GCFA Recommendations for Crowdfunding

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Tuesday, January 3, 2017


The following provision was passed at General Conference 2016 that tasks GCFA to provide guidance on crowdfunding websites and initiatives:

“To provide guidance and consultation to churches, conferences and other United Methodist organizations on fundraising campaigns conducted via the Internet and social media where capital can be solicited from a large pool of potential donors, also known as crowd funding.  The GCFA shall prepare a list of approved crowd funding websites.  The consultation shall be limited to churches and conferences residing in the United States.”

Crowdfunding (generally used as one word) is most commonly defined as the practice of funding a project or venture by raising many small amounts of money from a large number of people, typically via the Internet. Many burgeoning business owners and entrepreneurs utilize social media websites and social media to attract investors in their business ventures.

Additionally, individuals can also utilize social media and crowdfunding websites to attract potential small donors to charitable ventures, such as schools, churches, and hospitals. Most crowdfunding websites do not have an approved list of charitable projects, and they generally do not supply guarantees that the charitable project is going to a recognized 501(c)(3) organization.

Unfortunately, the openness and lack of accountability of many charitable requests through crowdfunding websites and social media campaigns provide an open market for those who wish to deceive and misrepresent their intentions.  

Registered charitable organizations protect donors through audited financial statements, and voluntary standards. At this point, the Better Business Bureau has stated that the level of accountability needs to grow to improve donor confidence and trust in crowdfunding sites and recommends giving through registered 501(c)(3) organizations.


GCFA makes the following recommendations:

  1. Asking for donations on crowdfunding websites requires a sense of caution, as most crowdfunding websites solicit funding for a wide variety of areas. United Methodist ministries should only solicit donations for charitable causes, without a promise of rewards such as tote bags, t-shirts, etc.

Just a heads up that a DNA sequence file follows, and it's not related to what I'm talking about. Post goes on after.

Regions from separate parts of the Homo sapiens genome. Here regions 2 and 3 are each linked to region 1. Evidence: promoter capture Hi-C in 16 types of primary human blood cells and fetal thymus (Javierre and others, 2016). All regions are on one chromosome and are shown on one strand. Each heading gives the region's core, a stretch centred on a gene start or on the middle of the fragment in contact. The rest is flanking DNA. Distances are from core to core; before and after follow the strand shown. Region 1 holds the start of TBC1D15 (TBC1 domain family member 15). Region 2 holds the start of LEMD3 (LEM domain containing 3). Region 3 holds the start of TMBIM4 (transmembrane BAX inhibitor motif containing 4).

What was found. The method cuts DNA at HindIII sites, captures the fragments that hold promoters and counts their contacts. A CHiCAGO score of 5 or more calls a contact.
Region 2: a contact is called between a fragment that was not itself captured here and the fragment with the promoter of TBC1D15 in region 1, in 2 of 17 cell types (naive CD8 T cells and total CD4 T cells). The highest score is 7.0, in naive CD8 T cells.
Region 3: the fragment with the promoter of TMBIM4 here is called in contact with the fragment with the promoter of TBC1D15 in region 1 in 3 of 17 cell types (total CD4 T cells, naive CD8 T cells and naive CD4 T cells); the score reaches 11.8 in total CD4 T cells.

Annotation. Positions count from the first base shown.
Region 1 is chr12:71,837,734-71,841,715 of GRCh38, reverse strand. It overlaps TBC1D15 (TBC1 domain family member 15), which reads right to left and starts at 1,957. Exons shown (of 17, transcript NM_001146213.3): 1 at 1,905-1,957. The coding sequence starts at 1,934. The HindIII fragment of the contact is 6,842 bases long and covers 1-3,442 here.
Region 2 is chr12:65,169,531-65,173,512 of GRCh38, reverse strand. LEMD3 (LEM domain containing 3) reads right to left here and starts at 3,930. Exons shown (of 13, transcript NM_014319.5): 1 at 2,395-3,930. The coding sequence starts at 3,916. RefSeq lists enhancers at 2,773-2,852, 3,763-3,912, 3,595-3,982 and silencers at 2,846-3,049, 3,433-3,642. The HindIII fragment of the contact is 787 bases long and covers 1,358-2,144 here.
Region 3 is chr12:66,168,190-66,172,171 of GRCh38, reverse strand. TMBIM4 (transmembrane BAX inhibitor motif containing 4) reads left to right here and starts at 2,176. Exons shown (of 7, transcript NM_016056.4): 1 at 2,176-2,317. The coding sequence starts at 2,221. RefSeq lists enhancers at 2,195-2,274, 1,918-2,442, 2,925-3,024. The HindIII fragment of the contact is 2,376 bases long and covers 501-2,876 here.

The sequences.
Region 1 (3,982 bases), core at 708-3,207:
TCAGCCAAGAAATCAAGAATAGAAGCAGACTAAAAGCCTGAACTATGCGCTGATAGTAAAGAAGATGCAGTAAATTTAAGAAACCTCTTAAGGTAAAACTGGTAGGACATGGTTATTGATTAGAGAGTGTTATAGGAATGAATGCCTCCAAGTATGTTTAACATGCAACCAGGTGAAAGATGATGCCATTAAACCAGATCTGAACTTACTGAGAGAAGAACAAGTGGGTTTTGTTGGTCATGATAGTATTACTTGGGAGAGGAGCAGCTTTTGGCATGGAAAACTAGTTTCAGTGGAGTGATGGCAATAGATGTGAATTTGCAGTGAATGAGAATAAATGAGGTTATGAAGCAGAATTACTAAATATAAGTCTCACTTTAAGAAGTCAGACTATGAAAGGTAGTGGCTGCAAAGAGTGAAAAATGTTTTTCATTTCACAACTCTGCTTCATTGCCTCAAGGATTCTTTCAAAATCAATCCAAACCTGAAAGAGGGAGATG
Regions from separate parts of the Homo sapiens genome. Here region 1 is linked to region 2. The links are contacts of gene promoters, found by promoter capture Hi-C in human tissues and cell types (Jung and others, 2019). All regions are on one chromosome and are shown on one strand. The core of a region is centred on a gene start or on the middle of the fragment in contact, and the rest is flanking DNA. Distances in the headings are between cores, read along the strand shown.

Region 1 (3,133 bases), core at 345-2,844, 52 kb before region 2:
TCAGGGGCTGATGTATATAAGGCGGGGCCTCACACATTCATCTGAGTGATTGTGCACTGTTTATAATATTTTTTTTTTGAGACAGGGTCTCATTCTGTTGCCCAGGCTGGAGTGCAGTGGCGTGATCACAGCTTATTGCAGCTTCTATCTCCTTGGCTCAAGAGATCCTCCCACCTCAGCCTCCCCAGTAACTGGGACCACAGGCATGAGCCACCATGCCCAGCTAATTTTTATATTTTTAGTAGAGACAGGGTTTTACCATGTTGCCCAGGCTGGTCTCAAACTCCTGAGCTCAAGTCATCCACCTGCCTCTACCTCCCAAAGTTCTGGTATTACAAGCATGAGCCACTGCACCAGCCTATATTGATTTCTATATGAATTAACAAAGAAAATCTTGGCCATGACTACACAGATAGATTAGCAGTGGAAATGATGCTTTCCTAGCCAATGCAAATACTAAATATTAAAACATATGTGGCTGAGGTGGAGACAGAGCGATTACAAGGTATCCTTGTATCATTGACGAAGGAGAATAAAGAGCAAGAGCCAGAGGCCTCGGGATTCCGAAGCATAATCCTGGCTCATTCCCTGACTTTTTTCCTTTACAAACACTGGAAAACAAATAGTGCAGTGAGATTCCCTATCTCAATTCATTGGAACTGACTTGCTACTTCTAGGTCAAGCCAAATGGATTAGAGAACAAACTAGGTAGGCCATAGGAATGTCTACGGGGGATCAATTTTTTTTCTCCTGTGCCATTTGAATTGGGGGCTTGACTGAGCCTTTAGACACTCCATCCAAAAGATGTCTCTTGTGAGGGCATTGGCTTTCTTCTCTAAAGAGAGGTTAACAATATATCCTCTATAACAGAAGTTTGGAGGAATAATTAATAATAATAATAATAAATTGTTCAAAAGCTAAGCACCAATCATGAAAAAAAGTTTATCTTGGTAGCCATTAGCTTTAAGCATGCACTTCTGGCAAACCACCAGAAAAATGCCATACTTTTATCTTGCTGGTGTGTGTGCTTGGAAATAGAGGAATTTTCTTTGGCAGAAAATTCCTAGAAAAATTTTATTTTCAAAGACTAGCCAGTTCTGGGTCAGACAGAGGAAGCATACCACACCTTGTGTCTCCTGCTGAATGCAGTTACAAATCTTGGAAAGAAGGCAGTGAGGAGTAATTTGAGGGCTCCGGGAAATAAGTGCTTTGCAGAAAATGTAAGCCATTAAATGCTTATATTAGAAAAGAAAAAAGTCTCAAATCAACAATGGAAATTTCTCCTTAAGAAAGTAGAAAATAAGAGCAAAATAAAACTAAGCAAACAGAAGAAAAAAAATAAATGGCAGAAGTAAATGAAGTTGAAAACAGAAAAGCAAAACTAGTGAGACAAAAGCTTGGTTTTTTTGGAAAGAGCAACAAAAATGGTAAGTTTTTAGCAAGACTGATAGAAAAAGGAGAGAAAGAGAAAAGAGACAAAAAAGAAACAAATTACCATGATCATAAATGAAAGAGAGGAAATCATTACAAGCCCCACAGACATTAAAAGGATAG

2. The Better Business Bureau warns that crowdfunding sites have not evolved to the point of inspiring public confidence and they recommend caution.  There is usually no clear indication on how funds from these websites will be accounted for, utilized, or what will happen with any excess funds.
  3. When United Methodist ministries consider soliciting for charitable causes on crowdfunding websites, it is the recommendation of GCFA that such solicitations clearly state that the funds are being given to an organization within The United Methodist Church connection that is a 501(c)(3) organization. This provides basic assurance that the funds will be utilized for the purpose stated. Local churches, conferences, and their affiliated ministries should clearly indicate their name on the website post, and assure donors that they will be provided with a letter for tax deduction purposes, when appropriate.
  4. Crowdfunding solicitations supporting specific individuals are especially susceptible to abuse, so appeals on crowdfunding sites should be limited to currently accepted giving options such as age-specific programs, programs with specific initiatives, and ministries that generally benefit groups of individuals. Should a church organization solicit crowdfunding support for specific individuals, it should be sure such solicitation does not violate applicable tax law.
  5. The Advance, through the General Board of Global Ministries, is an established and recommended safe and secure means of asking for crowdfunding funds for ministry within The United Methodist Church.
  6. It is recommended that funds collected by a local church or conference through crowdfunding on behalf of ministries in the Central Conferences are sent through an established arm of The United Methodist Church (such as the Advance) or other registered not-for-profit in the United States.


The following is a list of the most popular crowdfunding websites with minimal complaints.  Fee structure for each is included.

GoFundMe - GoFundMe is a fundraising platform that allows users to source funds for personal or professional projects. The site takes five percent of each donation, but is free to the user and easily syncs with social media.

Reviews of GoFundMe can be found here.  Fee Structure: 5% GoFundMe Fee and 2.9% + $0.30 processing fee per transaction. 

Indiegogo - Indiegogo is a fundraising platform used by artists, musicians, entrepreneurs and humanitarians to finance projects. It has flexible billing options, integrated data and marketing tools available for its users.

Reviews of Indiegogo can be found here.  Fee Structure: 5% Indiegogo Fee and 3% + $0.30 processing fee per transaction. 

Kickstarter - Kickstarter is a fundraising platform for creative projects. It is famous for its "all or nothing" policy of funding, wherein users are not charged for their pledges until the fundraiser reaches the pre-set goal for the project. 

Reviews of Kickstarter can be found hereFee Structure: If fully funded, 5% of total funds raised and payment processing fee of 3%+ $0.20 per pledge. 

CrowdRise - CrowdRise calls itself "the world's largest community for raising money for great causes." It emphasizes global citizenship and the influence social media has, and it requires no campaign deadlines or minimum goals.

Reviews of CrowdRise can be found here.  Fee structure: Free Plan: 6.8% per transaction and credit card processing fee of 2.9% + $0.30. 

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